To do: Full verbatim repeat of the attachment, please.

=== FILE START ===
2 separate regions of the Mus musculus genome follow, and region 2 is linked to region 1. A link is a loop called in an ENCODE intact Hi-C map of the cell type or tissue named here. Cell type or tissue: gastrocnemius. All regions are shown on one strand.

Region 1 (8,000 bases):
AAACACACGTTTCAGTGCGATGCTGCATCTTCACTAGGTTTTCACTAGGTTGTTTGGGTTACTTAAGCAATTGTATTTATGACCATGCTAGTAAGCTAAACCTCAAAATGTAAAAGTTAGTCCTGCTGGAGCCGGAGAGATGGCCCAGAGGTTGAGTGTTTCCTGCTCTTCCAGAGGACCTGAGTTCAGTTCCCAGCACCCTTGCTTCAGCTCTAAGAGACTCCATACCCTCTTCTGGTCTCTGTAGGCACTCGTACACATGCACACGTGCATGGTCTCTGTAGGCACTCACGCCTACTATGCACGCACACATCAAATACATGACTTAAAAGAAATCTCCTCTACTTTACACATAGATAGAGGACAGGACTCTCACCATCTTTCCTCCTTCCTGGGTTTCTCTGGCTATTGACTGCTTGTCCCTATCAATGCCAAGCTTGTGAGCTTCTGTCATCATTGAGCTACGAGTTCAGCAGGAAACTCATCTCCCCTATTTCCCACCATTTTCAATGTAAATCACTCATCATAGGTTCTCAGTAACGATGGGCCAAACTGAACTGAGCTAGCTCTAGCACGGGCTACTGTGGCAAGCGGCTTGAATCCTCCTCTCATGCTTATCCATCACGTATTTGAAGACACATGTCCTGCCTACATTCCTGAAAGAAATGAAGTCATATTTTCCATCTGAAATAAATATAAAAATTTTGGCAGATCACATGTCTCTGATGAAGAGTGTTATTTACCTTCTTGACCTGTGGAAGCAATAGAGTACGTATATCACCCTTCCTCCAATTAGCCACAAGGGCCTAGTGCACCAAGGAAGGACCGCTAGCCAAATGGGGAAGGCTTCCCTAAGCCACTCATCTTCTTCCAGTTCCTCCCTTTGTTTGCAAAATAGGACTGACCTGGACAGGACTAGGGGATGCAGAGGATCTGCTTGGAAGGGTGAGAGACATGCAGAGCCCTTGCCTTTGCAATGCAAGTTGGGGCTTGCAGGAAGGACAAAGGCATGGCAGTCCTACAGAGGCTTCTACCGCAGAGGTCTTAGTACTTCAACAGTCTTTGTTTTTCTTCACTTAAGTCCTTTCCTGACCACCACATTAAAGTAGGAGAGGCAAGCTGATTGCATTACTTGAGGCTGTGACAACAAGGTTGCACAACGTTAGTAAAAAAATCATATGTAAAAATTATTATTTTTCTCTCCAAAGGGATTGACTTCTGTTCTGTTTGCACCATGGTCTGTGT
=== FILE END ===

2 separate regions of the Mus musculus genome follow, and region 2 is linked to region 1. A link is a loop called in an ENCODE intact Hi-C map of the cell type or tissue named here. Cell type or tissue: gastrocnemius. All regions are shown on one strand.

Region 1 (8,000 bases):
AAACACACGTTTCAGTGCGATGCTGCATCTTCACTAGGTTTTCACTAGGTTGTTTGGGTTACTTAAGCAATTGTATTTATGACCATGCTAGTAAGCTAAACCTCAAAATGTAAAAGTTAGTCCTGCTGGAGCCGGAGAGATGGCCCAGAGGTTGAGTGTTTCCTGCTCTTCCAGAGGACCTGAGTTCAGTTCCCAGCACCCTTGCTTCAGCTCTAAGAGACTCCATACCCTCTTCTGGTCTCTGTAGGCACTCGTACACATGCACACGTGCATGGTCTCTGTAGGCACTCACGCCTACTATGCACGCACACATCAAATACATGACTTAAAAGAAATCTCCTCTACTTTACACATAGATAGAGGACAGGACTCTCACCATCTTTCCTCCTTCCTGGGTTTCTCTGGCTATTGACTGCTTGTCCCTATCAATGCCAAGCTTGTGAGCTTCTGTCATCATTGAGCTACGAGTTCAGCAGGAAACTCATCTCCCCTATTTCCCACCATTTTCAATGTAAATCACTCATCATAGGTTCTCAGTAACGATGGGCCAAACTGAACTGAGCTAGCTCTAGCACGGGCTACTGTGGCAAGCGGCTTGAATCCTCCTCTCATGCTTATCCATCACGTATTTGAAGACACATGTCCTGCCTACATTCCTGAAAGAAATGAAGTCATATTTTCCATCTGAAATAAATATAAAAATTTTGGCAGATCACATGTCTCTGATGAAGAGTGTTATTTACCTTCTTGACCTGTGGAAGCAATAGAGTACGTATATCACCCTTCCTCCAATTAGCCACAAGGGCCTAGTGCACCAAGGAAGGACCGCTAGCCAAATGGGGAAGGCTTCCCTAAGCCACTCATCTTCTTCCAGTTCCTCCCTTTGTTTGCAAAATAGGACTGACCTGGACAGGACTAGGGGATGCAGAGGATCTGCTTGGAAGGGTGAGAGACATGCAGAGCCCTTGCCTTTGCAATGCAAGTTGGGGCTTGCAGGAAGGACAAAGGCATGGCAGTCCTACAGAGGCTTCTACCGCAGAGGTCTTAGTACTTCAACAGTCTTTGTTTTTCTTCACTTAAGTCCTTTCCTGACCACCACATTAAAGTAGGAGAGGCAAGCTGATTGCATTACTTGAGGCTGTGACAACAAGGTTGCACAACGTTAGTAAAAAAATCATATGTAAAAATTATTATTTTTCTCTCCAAAGGGATTGACTTCTGTTCTGTTTGCACCATGGTCTGTGT